has spent 25 years in public service, including a stint as the U.S. ambassador to the U.N. — but after feeling targeted in one of the most in memory, Benghazi, she felt it was time to regain control of her narrative. To do so, the former national security adviser just released her memoir: "Tough Love: My Story of the Things Worth Fighting For."
In the days following the deadly assault on the U.S. embassy in Libya in 2012, Rice appeared on a number of Sunday shows. She shared intelligence on the shows that later turned out to be inaccurate, prompting some Republicans to accuse her of lying.
"I was close to President Obama and he was a target," Rice said. "I'm an African American woman. I don't take crap off of people. And I'm confident in my own skin… Putting all that together, put it in a political context of the campaign, and maybe I was an attractive target."
Rice, who had been a front-runner to be the next secretary of state, felt pushed to withdraw. She told "CBS This Morning" co-host Tony Dokoupil that she regrets appearing on the shows.
"I regret it mostly because what happened as a result of that is something I was always taught never to let happen, which is to have other people define me for me," Rice said.
But the worst consequence, Rice said, was the toll the Benghazi episode took on her then 9-year-old daughter Maris.
"She was scared … she was seeing images of men coming out of the walls at her," Rice said. "We didn't know what else to characterize these as than hallucinations. We took her to all kinds of doctors … and were left with the conclusion that, in all likelihood, this was a stress reaction … to what I was going through. And we, as parents, I regret, I think, I failed to understand that, you know, a TV in the background that we're tuning out, a little kid may not."
"That would make me, as a parent, irate … having that kind of impact on my child," Dokoupil said.
"You could say I felt the same," Rice said.
Rice is no stranger to family strife. Her father Emmett was a governor of the Federal Reserve, while her mother Lois rose to a senior job at the College Board. But while they were Washington's elite by day, they were at each other's throat by night.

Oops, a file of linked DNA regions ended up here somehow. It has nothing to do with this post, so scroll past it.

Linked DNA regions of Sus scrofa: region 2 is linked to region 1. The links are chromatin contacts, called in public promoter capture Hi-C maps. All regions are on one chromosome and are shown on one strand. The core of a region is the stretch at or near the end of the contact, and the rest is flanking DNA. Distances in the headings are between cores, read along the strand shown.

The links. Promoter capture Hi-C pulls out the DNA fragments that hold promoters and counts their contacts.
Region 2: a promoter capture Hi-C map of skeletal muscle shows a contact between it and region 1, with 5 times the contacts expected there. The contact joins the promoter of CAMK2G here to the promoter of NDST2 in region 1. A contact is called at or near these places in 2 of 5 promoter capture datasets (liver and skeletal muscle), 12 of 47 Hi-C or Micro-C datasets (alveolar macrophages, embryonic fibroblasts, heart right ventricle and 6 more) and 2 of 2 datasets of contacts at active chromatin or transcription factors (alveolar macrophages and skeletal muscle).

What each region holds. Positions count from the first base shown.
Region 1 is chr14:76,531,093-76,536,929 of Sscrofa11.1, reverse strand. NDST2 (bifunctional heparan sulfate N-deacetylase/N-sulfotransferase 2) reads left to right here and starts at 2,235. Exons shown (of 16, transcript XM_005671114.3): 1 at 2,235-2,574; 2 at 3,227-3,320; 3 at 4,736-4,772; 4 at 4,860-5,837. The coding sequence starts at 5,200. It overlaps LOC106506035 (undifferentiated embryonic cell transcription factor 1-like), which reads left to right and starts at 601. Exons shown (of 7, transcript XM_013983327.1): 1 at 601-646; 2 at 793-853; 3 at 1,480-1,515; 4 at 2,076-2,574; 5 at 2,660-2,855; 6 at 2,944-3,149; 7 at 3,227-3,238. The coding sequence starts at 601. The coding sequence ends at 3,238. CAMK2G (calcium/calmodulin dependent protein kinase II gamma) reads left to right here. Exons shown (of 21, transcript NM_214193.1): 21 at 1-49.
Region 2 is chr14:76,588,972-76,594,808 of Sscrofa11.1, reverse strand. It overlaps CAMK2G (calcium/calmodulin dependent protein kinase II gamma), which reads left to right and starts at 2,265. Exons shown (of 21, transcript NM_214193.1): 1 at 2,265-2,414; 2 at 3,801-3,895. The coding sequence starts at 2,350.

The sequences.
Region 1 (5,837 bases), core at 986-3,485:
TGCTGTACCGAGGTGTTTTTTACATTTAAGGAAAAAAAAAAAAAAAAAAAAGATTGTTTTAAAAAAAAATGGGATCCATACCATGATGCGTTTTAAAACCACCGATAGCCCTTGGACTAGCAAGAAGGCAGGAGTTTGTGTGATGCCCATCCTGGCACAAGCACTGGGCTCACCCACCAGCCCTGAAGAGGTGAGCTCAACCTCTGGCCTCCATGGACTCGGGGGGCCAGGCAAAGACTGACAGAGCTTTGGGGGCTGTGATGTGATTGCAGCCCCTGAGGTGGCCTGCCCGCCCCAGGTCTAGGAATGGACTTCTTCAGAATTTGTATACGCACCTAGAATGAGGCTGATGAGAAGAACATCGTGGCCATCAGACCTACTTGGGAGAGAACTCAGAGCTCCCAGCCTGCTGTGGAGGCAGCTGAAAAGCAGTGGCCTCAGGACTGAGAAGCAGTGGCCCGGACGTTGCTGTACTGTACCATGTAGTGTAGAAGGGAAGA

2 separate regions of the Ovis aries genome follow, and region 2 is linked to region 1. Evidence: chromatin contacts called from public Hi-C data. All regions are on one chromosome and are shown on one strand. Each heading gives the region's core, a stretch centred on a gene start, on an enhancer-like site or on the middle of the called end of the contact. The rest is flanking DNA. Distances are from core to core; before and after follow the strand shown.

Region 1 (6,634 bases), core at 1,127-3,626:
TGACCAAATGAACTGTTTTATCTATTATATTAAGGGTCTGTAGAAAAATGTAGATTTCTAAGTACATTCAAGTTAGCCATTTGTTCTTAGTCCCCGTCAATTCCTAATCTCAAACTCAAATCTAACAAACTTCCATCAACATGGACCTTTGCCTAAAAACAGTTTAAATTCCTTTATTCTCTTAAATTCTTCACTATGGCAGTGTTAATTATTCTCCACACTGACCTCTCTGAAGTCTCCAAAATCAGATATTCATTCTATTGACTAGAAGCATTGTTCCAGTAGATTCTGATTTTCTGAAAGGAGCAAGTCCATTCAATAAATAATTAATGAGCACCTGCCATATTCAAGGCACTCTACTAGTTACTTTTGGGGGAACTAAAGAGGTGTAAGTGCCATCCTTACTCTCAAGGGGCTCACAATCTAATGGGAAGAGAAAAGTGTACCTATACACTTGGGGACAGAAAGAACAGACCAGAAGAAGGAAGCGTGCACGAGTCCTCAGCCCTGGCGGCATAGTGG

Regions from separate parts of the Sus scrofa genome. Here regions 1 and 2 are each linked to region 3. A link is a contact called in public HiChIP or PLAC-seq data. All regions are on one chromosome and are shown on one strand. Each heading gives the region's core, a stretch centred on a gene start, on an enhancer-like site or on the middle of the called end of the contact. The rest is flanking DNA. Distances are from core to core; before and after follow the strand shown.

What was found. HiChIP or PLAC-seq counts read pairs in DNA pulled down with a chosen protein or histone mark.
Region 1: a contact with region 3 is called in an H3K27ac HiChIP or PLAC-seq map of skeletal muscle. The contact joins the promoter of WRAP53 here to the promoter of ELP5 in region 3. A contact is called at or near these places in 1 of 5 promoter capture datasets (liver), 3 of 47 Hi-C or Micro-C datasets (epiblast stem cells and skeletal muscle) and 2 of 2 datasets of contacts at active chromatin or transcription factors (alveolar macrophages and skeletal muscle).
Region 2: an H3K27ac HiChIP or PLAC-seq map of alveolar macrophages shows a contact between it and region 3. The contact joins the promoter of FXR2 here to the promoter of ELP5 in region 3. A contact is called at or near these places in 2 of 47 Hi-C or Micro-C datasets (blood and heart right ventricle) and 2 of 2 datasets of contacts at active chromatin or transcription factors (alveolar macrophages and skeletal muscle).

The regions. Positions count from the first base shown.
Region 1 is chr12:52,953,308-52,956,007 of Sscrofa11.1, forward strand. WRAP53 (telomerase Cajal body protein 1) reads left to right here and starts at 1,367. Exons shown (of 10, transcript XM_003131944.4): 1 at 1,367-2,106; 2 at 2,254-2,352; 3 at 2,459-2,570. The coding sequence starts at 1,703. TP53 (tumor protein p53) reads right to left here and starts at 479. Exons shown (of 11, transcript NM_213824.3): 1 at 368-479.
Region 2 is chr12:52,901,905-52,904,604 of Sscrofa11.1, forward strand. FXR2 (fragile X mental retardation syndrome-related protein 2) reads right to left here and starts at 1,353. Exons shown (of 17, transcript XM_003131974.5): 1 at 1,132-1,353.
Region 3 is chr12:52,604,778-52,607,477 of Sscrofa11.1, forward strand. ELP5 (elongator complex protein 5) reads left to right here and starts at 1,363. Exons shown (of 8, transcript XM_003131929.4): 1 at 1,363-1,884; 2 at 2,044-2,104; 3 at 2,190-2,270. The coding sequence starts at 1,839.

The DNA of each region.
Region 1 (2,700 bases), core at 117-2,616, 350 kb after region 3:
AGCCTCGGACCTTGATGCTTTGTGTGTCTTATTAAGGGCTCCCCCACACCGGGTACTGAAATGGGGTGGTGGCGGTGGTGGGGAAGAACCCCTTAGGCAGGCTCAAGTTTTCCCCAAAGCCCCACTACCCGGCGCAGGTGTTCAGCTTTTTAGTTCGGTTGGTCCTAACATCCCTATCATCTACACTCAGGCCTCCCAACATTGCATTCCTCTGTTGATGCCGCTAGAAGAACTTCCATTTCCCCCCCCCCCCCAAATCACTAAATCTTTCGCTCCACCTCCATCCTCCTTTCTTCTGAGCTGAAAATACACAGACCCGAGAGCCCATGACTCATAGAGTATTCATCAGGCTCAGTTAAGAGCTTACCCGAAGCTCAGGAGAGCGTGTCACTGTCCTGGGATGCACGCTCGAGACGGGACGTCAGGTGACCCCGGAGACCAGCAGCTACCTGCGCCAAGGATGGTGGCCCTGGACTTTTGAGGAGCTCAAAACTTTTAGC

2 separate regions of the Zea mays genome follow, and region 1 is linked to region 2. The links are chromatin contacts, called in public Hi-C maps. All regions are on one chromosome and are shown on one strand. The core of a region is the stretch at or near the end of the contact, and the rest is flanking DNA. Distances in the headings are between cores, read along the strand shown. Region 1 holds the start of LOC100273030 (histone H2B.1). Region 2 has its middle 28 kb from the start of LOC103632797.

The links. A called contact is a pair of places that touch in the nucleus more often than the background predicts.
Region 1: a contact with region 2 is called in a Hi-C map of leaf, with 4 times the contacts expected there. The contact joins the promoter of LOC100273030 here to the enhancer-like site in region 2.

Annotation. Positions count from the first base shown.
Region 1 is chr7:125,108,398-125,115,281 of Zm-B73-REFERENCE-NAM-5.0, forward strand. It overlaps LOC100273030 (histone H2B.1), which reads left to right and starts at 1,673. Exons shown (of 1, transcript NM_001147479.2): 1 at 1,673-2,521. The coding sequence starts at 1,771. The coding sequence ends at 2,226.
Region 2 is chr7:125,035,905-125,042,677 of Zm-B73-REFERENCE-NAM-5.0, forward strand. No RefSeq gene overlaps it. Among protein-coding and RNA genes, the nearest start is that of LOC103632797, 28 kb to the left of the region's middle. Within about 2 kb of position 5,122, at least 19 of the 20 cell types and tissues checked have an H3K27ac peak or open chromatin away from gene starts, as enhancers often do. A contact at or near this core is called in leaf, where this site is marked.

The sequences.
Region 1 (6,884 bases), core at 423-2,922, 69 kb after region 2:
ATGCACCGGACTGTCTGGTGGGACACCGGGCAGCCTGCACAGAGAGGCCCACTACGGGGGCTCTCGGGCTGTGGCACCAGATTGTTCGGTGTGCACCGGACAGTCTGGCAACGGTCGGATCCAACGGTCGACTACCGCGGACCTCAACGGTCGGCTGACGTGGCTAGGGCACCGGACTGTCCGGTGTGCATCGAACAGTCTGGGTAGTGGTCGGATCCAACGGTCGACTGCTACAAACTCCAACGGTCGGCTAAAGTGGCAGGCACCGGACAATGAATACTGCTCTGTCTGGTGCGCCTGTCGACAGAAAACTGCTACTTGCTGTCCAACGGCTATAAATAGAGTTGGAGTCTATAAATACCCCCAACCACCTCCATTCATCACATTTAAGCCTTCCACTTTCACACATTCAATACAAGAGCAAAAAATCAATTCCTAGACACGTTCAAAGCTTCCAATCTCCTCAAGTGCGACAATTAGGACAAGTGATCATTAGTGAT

"Screaming and yelling and the throwing of objects got, you know, pretty frightening for me and my baby brother," Rice said.
But despite her family history, Rice thrived, catapulting to Stanford and Oxford and then the White House. She first served as a member of Bill Clinton's National Security Council, and later joined the Obama administration.
When asked about the Trump presidency, Rice said that it's been "far worse than I ever could've imagined, far worse."
"I'm not hopeful about this president or his policies. I'm desperately concerned, to be as frank as I can," Rice added. "What I'm hopeful about … is America's capacity to grow and change and to renew itself."
When asked if she'd want to serve as secretary of state if the next president is a Democrat, Rice said she'd be open to the idea.
She's also leading part of the American renewal she describes at her own dinner table. Her son Jake is a young Republican, while Maris is a teenage progressive. And while they often disagree, she said, they're always a family.
"What makes us able to hang together … is that we realize that family is so much more important than our political or policy differences," she said. "And so in the same vein, Americans need to understand that, at the end of the day, we are in this boat together. We get two choices … you get knocked down, [and] you either stay down or you get back up."
Rice's book, "Tough Love: My Story of the Things Worth Fighting For," was released on Oct. 8. The book was published by Simon & Schuster, a division of CBS.